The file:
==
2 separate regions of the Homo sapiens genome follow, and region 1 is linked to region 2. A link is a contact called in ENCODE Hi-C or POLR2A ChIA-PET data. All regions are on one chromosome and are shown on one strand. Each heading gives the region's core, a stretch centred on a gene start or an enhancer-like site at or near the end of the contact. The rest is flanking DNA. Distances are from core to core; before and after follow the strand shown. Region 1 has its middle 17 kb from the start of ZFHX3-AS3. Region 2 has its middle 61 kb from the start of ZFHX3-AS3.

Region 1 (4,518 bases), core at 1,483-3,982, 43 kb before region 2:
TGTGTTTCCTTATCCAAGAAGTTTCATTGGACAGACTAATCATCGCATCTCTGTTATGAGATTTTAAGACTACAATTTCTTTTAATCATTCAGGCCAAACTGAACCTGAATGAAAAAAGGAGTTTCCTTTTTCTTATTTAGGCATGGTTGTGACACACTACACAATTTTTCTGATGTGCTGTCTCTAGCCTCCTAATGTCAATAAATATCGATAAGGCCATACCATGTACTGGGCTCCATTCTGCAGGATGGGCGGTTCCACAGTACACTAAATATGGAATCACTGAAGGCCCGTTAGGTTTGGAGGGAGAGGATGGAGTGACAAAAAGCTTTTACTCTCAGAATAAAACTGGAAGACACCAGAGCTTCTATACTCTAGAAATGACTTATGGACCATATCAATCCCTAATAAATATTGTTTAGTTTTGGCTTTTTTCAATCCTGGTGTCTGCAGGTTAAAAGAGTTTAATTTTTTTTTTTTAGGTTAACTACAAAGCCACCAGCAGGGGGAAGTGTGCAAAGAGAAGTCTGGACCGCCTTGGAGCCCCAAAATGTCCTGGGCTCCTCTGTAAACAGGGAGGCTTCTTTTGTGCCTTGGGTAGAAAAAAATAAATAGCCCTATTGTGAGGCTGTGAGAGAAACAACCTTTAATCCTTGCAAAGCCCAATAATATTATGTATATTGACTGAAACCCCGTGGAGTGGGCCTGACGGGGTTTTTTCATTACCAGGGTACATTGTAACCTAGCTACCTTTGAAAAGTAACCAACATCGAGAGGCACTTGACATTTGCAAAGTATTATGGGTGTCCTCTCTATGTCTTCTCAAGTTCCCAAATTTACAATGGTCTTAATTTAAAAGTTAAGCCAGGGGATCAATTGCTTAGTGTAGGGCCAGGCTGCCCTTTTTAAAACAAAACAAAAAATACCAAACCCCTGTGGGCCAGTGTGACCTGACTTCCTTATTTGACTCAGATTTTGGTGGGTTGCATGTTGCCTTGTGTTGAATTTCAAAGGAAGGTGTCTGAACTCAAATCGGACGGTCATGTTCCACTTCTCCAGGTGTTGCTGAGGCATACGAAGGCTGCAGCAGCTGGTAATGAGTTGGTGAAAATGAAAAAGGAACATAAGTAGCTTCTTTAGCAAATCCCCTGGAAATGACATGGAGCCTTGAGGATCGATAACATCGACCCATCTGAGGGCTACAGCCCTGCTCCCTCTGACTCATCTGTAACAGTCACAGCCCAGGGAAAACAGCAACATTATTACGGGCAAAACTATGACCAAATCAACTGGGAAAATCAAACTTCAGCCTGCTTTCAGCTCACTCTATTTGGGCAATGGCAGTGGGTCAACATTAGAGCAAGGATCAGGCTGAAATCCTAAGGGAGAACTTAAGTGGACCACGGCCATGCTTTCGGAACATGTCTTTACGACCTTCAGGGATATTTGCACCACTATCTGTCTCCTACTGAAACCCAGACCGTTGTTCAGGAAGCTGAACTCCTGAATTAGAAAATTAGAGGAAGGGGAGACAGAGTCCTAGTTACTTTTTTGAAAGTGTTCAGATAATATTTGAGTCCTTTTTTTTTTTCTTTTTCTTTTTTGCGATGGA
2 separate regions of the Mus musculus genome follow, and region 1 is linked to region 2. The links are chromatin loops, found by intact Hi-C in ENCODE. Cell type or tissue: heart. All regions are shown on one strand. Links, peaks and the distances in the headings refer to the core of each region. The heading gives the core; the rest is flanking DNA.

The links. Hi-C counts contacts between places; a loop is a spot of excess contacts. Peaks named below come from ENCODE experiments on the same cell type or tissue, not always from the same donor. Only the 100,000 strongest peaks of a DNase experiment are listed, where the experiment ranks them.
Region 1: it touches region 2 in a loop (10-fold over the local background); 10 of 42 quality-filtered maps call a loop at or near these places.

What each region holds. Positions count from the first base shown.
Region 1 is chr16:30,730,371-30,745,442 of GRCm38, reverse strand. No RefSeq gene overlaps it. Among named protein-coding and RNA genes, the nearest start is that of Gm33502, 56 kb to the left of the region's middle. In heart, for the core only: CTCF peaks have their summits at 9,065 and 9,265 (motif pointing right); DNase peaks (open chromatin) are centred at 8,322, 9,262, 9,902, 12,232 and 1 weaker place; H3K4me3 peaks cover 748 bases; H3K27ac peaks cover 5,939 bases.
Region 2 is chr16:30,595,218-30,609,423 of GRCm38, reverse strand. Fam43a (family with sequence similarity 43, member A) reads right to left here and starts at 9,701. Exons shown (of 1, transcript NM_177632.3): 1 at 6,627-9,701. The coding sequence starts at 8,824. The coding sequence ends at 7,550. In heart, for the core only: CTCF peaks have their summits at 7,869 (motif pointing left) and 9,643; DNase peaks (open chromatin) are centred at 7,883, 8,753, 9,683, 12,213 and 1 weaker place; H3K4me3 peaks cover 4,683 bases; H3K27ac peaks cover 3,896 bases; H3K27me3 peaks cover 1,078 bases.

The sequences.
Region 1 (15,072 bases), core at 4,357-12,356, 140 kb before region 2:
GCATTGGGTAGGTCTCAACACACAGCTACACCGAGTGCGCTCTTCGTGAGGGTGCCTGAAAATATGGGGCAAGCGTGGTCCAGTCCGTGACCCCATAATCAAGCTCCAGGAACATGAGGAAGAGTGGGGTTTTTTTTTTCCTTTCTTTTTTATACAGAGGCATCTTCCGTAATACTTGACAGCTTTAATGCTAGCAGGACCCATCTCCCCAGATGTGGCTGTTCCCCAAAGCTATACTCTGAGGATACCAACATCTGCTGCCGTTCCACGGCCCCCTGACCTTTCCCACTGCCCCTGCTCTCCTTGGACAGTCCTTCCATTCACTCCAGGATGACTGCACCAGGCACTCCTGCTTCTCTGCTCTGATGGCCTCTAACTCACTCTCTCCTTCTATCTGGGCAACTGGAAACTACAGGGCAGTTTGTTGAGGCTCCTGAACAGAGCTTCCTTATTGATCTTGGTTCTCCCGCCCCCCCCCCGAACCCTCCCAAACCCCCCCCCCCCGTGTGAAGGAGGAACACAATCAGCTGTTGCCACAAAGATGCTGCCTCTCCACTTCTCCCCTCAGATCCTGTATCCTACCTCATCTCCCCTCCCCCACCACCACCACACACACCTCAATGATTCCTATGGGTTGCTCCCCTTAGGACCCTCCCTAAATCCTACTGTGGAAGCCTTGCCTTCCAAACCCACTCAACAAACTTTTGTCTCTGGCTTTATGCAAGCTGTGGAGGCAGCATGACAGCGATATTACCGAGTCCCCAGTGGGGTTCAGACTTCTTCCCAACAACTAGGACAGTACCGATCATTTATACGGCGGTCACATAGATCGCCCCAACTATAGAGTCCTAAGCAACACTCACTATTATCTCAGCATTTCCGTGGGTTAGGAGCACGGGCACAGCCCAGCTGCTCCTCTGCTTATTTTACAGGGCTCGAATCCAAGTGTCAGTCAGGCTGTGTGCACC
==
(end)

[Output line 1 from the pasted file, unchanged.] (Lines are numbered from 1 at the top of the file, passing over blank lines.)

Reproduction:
2 separate regions of the Homo sapiens genome follow, and region 1 is linked to region 2. A link is a contact called in ENCODE Hi-C or POLR2A ChIA-PET data. All regions are on one chromosome and are shown on one strand. Each heading gives the region's core, a stretch centred on a gene start or an enhancer-like site at or near the end of the contact. The rest is flanking DNA. Distances are from core to core; before and after follow the strand shown. Region 1 has its middle 17 kb from the start of ZFHX3-AS3. Region 2 has its middle 61 kb from the start of ZFHX3-AS3.